This series of teaching editorials focuses on themes of The Creed, the topic of this season’s Why Catholic? process.
In years past, a common card found in Catholics’ wallets, along with a driver’s license and maybe some credit cards, said: “I am Catholic. In case of an accident, call a Catholic priest.” While this is still a great idea, Pope Francis has reminded us that it is our love — “our living witness” — that identifies us as Catholics, much like in ancient Antioch the first Christians were identified by the way they loved one another.
In his new encyclical “Lumen Fidei,” after speaking of the joyful love that is the clearest sign of a lively faith, Pope Francis quickly calls us to deepen the faith received as a gift and to pass on that faith. The solid summary of “what we have received” is the Creed.
The Creed is based on Tradition… that is Tradition with a big “T.” Of course we often speak of traditions or customs that change from age to age, and we have such traditions within the Catholic Church. These include the language used at Mass, many devotions and the regulations for fasting, to name a few.
But there is also Tradition with the big “T.” When I studied revelation (that is, God revealing himself to his people), we learned that God spoke to his people and that Sacred Scripture, inspired by the Holy Spirit, came to be over time, the 72 books of the Bible — Old and New Testaments (or Covenants).
The Holy Spirit did not abandon the Church founded by Jesus, and in fact continues through his inspiration to lead the Church. It is this teaching role of the Church that has resulted over the centuries in a distilled form called the Creed.
Like modern corporations that develop mission statements to be posted and even memorized by employees, we Catholics have in the Creed a shorthand reminder of what we believe and what unites us in Christ Jesus. We recite it publicly at most Sunday Masses. It is our identification badge that tells others who we are as Catholics.
Packed with meaning, the Creed, which was developed through the teaching office of the Church, truly comes to life when we uncover the richness and depth of its meaning.
Msgr. Peter Vaghi in his book, The Faith We Profess (Ave Maria Press, 2008) calls the Creed the “summa or summary of everything we believe” and then quotes extensively from Pope Emeritus Benedict’s 2006 homily on the Creed: “The Creed is not a collection of propositions; it is not a theory. It is anchored in the event of Baptism — a genuine encounter between God and man. In the mystery of Baptism, God stoops to meet us; he comes close to us and in turn brings us closer to one another. Baptism means that Jesus Christ adopts us as his brothers and sisters, welcoming us as sons and daughters into God’s family.”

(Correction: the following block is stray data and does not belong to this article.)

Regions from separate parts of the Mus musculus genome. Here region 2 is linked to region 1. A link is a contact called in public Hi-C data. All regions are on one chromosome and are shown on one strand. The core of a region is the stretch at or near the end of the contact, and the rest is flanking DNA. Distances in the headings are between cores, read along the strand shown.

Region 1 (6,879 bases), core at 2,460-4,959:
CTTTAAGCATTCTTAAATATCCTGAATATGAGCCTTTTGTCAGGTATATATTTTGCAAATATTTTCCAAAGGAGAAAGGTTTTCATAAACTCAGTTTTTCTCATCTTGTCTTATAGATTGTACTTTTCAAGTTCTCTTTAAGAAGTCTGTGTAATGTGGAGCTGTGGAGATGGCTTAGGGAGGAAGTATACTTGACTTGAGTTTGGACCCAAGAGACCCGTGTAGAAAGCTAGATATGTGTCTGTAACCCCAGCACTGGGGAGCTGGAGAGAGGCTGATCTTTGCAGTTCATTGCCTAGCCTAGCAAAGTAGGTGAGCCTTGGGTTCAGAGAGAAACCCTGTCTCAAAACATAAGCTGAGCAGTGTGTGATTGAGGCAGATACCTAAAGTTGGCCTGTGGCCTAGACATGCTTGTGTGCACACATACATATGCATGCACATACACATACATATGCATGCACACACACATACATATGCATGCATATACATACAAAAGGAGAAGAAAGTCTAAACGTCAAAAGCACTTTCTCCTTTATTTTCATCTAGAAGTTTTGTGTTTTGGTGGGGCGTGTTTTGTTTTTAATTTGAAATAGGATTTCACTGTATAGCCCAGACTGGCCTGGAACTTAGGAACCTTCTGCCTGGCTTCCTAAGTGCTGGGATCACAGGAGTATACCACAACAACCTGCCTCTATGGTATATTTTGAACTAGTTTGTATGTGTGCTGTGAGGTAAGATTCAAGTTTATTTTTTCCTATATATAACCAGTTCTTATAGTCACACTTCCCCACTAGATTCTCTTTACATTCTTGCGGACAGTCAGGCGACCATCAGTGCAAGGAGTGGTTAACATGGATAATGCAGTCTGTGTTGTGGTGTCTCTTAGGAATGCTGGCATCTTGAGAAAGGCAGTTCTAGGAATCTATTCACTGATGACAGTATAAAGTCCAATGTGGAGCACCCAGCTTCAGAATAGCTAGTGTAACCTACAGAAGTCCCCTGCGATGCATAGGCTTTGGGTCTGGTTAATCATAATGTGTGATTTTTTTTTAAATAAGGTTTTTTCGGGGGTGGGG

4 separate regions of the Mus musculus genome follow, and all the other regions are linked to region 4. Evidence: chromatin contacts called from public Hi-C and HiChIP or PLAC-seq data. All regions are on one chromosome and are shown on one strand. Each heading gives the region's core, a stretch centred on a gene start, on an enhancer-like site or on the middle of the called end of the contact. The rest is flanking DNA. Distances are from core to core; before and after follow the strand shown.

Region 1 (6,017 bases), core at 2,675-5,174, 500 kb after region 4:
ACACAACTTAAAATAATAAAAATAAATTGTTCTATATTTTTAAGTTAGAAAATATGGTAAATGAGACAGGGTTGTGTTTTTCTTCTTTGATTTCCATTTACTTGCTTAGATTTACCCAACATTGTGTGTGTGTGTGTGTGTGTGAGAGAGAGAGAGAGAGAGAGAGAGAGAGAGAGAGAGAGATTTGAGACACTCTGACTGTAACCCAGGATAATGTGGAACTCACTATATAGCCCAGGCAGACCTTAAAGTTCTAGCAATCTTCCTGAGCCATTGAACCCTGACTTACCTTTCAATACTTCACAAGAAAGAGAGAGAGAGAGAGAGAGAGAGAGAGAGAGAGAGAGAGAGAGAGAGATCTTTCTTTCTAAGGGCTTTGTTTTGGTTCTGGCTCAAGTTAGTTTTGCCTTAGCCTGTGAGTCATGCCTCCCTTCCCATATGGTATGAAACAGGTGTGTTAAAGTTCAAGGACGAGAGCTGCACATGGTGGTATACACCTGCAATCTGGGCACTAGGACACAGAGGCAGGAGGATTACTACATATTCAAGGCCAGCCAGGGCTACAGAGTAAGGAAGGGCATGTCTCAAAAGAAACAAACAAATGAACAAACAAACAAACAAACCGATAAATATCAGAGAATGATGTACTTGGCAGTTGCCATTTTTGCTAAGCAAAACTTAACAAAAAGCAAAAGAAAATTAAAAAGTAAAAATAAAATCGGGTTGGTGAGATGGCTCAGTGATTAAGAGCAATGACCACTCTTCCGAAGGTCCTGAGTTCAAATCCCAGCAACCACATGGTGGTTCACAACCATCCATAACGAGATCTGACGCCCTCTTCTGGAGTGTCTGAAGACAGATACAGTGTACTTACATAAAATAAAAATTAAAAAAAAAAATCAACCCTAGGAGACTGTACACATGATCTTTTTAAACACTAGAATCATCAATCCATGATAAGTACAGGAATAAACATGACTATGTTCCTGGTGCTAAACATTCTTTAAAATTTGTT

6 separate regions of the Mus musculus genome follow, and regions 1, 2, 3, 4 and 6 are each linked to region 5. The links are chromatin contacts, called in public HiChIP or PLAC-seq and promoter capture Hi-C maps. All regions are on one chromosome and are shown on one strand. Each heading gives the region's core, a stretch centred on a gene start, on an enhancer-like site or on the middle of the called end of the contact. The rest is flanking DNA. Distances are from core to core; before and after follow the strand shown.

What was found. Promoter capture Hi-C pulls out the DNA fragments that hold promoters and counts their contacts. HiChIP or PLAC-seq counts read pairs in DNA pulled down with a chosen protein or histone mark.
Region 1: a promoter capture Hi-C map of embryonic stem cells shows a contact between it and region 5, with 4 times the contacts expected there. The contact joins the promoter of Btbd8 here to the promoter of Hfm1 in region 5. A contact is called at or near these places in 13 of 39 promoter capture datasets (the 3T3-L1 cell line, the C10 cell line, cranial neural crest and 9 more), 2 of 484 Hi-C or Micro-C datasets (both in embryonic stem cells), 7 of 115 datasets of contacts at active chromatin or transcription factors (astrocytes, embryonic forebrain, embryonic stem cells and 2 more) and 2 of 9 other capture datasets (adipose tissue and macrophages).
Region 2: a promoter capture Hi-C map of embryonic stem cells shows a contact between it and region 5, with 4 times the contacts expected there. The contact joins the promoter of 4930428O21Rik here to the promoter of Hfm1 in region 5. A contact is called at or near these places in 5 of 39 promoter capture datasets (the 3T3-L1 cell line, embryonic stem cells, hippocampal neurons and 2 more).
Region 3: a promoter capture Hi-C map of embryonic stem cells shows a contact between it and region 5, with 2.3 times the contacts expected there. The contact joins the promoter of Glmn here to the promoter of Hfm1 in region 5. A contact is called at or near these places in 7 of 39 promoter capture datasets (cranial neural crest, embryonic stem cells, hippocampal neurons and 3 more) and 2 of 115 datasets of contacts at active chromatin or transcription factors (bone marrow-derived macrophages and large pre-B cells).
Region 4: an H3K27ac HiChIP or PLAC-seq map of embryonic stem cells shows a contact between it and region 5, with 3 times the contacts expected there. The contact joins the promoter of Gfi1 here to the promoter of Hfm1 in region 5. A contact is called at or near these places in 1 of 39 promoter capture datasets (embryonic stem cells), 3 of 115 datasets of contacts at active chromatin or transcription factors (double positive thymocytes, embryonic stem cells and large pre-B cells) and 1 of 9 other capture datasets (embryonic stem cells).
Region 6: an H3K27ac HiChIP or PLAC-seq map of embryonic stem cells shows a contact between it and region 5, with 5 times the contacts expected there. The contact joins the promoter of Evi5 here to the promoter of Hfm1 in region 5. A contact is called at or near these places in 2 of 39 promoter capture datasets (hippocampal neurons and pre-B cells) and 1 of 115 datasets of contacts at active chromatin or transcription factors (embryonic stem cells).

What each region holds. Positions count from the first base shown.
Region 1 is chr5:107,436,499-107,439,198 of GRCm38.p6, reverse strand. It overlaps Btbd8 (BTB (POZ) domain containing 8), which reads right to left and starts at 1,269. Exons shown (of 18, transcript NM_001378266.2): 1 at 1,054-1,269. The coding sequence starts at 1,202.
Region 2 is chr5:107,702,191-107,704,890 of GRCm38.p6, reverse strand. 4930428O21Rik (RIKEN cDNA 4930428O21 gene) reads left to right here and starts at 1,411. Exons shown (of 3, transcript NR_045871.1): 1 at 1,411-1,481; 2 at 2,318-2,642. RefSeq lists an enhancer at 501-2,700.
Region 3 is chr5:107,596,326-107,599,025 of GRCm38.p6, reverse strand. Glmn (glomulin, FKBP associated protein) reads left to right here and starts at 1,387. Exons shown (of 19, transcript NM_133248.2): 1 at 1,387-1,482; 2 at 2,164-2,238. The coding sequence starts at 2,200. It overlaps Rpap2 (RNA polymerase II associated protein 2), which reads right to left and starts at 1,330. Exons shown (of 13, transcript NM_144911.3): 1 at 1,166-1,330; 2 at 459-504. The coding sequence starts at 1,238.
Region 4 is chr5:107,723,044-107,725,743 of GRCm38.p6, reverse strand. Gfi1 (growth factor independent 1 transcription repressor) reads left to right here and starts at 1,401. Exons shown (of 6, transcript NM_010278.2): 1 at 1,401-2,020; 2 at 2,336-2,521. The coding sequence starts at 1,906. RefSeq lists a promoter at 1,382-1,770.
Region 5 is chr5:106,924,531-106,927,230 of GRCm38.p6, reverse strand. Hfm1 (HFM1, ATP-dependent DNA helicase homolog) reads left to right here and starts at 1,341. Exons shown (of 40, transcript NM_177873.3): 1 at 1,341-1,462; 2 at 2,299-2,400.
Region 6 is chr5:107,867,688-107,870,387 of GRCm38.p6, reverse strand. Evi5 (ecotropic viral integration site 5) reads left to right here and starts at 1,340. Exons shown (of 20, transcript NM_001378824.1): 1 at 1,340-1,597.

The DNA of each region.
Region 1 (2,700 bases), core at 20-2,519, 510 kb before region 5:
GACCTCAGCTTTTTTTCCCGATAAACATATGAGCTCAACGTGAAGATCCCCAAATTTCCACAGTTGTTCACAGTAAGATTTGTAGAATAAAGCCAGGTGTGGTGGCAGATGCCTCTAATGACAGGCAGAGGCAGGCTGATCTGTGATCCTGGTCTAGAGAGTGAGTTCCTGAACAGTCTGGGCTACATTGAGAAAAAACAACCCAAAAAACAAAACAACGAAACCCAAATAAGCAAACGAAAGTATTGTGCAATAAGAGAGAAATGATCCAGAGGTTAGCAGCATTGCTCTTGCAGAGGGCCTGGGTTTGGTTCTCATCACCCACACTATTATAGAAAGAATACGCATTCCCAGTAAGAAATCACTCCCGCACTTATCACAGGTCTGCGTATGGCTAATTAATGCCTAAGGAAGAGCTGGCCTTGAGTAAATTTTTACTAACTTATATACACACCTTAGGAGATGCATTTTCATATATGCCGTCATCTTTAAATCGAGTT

Pope Benedict continues: “We have inherited two creeds from the early Church: the shorter Apostles’ Creed that is derived from the preparation for Baptism and took shape in the third century; and the longer Nicene-Constantinopolitan Creed (often called simply “the Nicene Creed”) that is derived from two General Councils of the Church held in Asia Minor: Nicea I (325) and Constantinople I (381).”
The Catechism of the Catholic Church explains the Trinitarian nature of the God in whose name we are baptized and in which the Creed is grounded with these words:
“Our profession of faith begins with God, for God is the First and the Last, the beginning and the end of everything. The Credo begins with God the Father, for the Father is the first divine person of the Most Holy Trinity; our Creed begins with the creation of heaven and earth, for creation is the beginning and the foundation of all God’s works” (Catechism of the Catholic Church §198).
These editorials for October, paralleling the topics of the Why Catholic? process for this fall and next Lent, are meant to help you appreciate what we profess each Sunday. Please take the next step and become part of a Why Catholic? group in your parish. You will have a wonderful opportunity to explore, along with others, the richness of the Creed. So, whether you carry an identification card in your wallet or not, this experience will certainly strengthen your Catholic identity and your ability to be a living witness to our faith.
For more information about the Why Catholic? process, call your parish or go to www.archlou.org/whycatholic.
Most Reverend Joseph E. Kurtz, D.D.
Archbishop of Louisville